Section 408 (d) of the Companies and Allied Matters Act provides that a creditor may commence winding up proceedings against a company if it is unable to pay its debts.
Section 409 of the Companies and Allied Matters Act provides that a company shall be deemed to be unable to pay its debts if it is indebted to a creditor in a sum exceeding N2, 000 and same remain unpaid after 3 weeks of service of a statutory letter of demand delivered at the registered place of business of the company.
Procedure for Recovery of Debt from an Insolvent Company and Fraudulent Directors
The Company and its Directors will be served with a letter of demand demanding full payment of the debt within 7 days of receipt of the letter failing which an action will be commenced against the Company and its Directors to recover the debt, including damages for breach of contract and winding up proceedings against the company for inability to pay its debts.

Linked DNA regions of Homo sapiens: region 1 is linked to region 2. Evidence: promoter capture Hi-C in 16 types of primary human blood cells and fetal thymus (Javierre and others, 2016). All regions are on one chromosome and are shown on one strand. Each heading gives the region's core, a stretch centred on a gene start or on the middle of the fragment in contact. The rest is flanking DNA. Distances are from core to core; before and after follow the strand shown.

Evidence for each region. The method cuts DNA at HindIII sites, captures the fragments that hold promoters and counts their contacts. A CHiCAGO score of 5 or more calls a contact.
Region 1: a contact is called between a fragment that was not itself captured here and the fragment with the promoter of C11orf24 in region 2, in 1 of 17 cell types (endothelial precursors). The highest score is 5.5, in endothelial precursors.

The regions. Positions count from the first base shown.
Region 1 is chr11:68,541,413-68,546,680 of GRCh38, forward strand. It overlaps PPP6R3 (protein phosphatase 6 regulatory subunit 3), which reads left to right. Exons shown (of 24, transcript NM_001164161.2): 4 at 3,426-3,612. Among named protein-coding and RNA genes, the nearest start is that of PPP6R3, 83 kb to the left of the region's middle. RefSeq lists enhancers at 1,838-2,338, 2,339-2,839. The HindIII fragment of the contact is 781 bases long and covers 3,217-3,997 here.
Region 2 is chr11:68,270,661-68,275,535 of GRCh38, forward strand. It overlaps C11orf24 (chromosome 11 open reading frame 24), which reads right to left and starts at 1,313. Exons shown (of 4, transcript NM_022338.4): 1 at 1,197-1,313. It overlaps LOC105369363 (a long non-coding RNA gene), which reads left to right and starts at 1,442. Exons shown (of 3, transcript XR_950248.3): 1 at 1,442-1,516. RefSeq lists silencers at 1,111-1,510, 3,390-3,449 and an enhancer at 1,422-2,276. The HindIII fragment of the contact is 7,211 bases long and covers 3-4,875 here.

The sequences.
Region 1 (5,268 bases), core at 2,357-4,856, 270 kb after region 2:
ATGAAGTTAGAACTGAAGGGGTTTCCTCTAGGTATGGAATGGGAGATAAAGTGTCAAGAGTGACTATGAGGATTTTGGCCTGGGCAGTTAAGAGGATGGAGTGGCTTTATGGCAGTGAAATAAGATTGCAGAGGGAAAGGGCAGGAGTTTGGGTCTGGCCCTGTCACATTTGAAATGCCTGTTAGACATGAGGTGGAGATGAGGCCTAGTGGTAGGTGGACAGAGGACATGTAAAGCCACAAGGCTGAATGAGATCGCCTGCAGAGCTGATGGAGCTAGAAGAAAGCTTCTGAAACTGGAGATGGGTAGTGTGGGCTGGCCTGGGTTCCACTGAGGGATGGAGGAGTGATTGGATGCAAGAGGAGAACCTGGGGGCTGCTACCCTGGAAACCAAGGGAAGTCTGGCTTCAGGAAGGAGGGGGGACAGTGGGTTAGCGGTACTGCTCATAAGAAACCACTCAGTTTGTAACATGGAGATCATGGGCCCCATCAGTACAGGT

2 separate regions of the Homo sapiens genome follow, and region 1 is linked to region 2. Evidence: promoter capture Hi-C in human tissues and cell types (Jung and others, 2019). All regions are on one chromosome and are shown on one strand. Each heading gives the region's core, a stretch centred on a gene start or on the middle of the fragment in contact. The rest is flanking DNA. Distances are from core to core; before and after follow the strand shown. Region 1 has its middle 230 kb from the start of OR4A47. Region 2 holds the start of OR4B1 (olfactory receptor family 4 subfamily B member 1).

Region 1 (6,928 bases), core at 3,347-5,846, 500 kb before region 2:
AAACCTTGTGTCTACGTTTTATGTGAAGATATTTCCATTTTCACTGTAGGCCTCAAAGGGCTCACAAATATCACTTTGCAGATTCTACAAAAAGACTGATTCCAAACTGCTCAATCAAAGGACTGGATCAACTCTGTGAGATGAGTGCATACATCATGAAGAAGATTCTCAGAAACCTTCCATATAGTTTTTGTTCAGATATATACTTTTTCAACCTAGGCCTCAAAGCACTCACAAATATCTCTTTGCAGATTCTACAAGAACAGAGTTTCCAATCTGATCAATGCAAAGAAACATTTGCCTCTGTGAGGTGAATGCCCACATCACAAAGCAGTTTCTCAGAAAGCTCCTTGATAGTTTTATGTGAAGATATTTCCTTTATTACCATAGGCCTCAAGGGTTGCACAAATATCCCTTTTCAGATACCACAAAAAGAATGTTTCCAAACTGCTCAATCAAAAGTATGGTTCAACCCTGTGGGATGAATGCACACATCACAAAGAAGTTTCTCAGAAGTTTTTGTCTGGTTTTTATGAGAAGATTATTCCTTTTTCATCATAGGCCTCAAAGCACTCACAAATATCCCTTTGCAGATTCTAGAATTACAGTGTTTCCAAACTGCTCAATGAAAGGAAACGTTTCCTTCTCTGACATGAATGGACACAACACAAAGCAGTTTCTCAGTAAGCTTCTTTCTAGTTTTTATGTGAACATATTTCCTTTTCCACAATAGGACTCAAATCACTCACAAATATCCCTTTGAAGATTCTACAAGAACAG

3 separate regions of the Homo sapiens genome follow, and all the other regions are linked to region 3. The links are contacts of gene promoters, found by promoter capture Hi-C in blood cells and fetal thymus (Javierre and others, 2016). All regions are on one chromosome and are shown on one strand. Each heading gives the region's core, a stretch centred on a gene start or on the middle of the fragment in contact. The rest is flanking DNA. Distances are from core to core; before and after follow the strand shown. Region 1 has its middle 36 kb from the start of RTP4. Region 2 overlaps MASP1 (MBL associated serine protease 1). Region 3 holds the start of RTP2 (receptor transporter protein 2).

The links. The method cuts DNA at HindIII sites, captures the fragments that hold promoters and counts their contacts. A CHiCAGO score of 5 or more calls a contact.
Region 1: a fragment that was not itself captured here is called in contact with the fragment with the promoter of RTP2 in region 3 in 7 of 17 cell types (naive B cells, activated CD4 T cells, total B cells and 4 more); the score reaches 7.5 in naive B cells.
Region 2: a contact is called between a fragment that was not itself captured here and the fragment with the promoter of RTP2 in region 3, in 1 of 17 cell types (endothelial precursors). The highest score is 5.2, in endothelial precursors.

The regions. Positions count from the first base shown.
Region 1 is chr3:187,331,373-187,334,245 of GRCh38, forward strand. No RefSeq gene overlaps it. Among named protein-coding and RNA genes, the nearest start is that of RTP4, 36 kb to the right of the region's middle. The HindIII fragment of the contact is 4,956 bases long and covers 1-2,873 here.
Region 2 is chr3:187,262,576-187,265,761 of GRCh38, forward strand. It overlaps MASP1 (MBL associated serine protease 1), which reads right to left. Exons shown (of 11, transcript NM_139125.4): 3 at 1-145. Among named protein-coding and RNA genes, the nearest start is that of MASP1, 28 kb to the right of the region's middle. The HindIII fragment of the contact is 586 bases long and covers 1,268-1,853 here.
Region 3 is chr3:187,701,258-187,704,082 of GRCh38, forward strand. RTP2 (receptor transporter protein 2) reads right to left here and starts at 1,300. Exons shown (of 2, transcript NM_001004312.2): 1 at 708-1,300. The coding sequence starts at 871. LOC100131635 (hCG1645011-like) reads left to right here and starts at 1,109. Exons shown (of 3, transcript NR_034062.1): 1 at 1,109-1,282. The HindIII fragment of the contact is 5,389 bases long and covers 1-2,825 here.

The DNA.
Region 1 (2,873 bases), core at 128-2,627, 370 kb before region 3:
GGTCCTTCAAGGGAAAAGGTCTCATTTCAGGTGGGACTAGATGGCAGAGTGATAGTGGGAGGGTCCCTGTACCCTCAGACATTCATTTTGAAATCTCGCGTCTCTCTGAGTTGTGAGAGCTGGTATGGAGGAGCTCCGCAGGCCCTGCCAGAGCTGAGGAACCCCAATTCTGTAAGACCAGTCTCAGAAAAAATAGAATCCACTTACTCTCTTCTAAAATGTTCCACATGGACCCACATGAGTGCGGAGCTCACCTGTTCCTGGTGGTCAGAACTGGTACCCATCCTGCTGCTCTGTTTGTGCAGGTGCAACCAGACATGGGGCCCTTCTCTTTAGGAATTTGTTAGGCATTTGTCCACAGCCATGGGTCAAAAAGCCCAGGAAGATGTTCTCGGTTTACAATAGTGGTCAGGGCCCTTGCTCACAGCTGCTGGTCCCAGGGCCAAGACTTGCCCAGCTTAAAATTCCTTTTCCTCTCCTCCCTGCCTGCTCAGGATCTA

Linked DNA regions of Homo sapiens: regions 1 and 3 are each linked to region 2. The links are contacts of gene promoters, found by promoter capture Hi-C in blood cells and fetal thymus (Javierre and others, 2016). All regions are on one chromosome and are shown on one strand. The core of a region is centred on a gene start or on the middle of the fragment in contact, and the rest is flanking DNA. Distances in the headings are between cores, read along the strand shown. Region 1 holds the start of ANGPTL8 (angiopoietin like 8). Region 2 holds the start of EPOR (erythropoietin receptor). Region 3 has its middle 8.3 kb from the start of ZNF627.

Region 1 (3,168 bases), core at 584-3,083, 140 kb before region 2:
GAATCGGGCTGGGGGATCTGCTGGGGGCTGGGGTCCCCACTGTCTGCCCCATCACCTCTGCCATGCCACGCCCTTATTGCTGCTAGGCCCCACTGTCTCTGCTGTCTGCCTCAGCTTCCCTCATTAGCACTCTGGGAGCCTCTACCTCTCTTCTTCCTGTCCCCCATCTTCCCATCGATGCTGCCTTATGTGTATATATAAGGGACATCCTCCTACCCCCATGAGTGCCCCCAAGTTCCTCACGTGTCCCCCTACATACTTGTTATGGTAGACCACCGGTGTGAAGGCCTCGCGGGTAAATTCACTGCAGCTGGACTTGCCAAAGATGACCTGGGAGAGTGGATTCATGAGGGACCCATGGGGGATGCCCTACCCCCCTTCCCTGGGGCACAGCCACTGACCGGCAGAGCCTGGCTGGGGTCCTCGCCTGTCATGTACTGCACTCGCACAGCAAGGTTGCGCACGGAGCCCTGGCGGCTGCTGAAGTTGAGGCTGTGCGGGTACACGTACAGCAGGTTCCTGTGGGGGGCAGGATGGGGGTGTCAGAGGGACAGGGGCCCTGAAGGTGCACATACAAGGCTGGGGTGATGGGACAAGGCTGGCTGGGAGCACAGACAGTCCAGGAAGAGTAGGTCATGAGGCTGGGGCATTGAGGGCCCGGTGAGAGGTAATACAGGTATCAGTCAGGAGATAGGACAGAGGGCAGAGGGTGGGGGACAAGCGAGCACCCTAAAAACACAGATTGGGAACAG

If the debtor does not pay the debt within 7 days as provided in the letter of demand, a summary judgment proceeding is commenced against the debtor and its Company to recover the debt and an application for security or attachment of the moveable and immoveable property of the debtor pending the determination of the proceeding is brought before the Court.
A statutory letter of demand for winding up of the Company for inability to pay its debts may also be served on the Company and upon expiration of the statutory period of 3 weeks, a winding up proceedings is commenced against the Company to liquidate and sell its assets.
Provision of the Federal High Court Rules on Recovery of a Liquidated Sum
Order 12 of the Federal High Court Rules provides that a claimant may apply summarily to Court for issuance of a writ of summons to recover a liquidated sum and the application will be accompanied with an affidavit stating the grounds upon which the claim is based and that the defendant has no defence on the merit to the claim. The Court would enter the claim in the “undefended list” if it is satisfied that the defendant has no defence to the claim.